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Mark Handy: Ex-LMPD detective whose lies sent innocent men to prison released early from jail

Former Louisville Metro Police Department detective Mark Handy was sentenced on May 11, 2021 to...
Former Louisville Metro Police Department detective Mark Handy was sentenced on May 11, 2021 to one year each in prison on perjury and evidence tampering charges.
Updated: May. 28, 2021 at 5:38 PM EDT
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LOUISVILLE, Ky. (WAVE) - Seventeen days into his one-year prison sentence, a former LMPD detective walked out of jail Friday.

Mark Handy, who accepted a plea deal following multiple admissions of wrongdoing in three murder investigations, was released from the Meade County Jail and will serve out the rest of his sentence at home.

Handy pleaded guilty on May 11 to charges of perjury and tampering with evidence. Each charge carried a one-year prison sentence, but the penalties were to run concurrently.

Handy was at the center of three homicide cases which resulted in four overturned convictions. In each of those cases, it was alleged that Handy acted inappropriately during his investigations. Even the Kentucky Supreme Court acknowledged Handy lied under oath in court documents.

Keith West, Jeffrey Clark and Edwin Chandler all were wrongfully convicted and sent to prison, eventually released and exonerated after years of being incarcerated.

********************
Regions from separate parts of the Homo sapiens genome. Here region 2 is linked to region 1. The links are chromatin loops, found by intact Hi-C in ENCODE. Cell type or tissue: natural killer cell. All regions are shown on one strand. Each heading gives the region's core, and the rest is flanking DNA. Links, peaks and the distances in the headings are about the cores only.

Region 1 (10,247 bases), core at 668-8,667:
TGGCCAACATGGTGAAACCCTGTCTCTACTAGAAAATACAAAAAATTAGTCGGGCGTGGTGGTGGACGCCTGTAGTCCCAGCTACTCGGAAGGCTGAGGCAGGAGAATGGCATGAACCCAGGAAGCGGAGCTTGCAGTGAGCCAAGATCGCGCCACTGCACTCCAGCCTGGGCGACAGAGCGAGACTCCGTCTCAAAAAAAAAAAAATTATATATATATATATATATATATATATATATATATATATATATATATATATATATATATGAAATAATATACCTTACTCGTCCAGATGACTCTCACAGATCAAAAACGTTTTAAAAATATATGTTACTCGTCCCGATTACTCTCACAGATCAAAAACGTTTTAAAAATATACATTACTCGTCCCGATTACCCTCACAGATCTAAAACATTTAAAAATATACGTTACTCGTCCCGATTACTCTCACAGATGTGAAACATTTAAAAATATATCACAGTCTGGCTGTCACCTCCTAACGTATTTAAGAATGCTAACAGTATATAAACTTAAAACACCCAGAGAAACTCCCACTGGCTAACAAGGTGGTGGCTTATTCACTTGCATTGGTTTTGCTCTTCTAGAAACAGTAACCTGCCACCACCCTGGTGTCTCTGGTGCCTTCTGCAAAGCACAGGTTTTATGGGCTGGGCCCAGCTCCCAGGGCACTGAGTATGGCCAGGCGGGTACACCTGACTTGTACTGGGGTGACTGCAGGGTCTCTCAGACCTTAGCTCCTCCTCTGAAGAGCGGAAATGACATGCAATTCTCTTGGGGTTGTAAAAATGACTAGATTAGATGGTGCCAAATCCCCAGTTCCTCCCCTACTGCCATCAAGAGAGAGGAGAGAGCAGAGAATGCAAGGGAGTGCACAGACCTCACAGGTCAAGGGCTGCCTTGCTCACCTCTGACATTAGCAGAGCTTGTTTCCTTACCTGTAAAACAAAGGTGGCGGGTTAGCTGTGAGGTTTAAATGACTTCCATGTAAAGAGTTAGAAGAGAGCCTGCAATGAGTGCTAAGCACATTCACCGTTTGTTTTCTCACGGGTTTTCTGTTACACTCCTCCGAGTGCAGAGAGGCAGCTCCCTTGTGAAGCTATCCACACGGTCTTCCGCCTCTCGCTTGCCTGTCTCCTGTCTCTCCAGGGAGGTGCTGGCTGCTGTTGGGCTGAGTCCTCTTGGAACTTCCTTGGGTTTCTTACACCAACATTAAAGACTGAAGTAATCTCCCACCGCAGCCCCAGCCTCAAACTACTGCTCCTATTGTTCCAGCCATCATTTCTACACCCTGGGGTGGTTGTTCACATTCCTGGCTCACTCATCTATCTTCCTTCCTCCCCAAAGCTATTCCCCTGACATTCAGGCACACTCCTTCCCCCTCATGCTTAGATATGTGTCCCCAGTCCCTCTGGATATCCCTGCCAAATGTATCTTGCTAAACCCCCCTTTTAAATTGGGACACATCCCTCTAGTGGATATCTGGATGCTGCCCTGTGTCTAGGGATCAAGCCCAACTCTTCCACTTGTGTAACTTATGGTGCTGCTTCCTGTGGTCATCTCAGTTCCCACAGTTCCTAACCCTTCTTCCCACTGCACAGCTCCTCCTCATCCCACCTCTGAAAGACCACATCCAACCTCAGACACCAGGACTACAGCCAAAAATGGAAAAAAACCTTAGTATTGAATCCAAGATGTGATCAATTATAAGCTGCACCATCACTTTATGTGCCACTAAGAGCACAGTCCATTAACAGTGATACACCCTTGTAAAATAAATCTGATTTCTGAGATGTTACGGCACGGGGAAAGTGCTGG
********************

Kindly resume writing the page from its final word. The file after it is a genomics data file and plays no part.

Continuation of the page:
“This is an absolute affront to Handy’s victims, the criminal justice system, and encourages officers in Kentucky to continue committing misconduct without fear of any meaningful incarceration,” attorney Elliott Slosar, who represents West, said in a statement to WAVE 3 News.

Handy was indicted on charges of perjury and tampering with evidence in September 2018 following several investigations by WAVE 3 News Troubleshooters. The stories prompted the Louisville Metro Council to ask the Kentucky Attorney General’s Office to appoint a special prosecutor to investigate Handy.

Handy’s attorney, Brian Butler, said that Friday’s ruling to release his client came with good reason.

“It is common for low-level non-violent offenders to be released on home incarceration based upon state budgetary issues as well as overcrowding issues,” Butler said.

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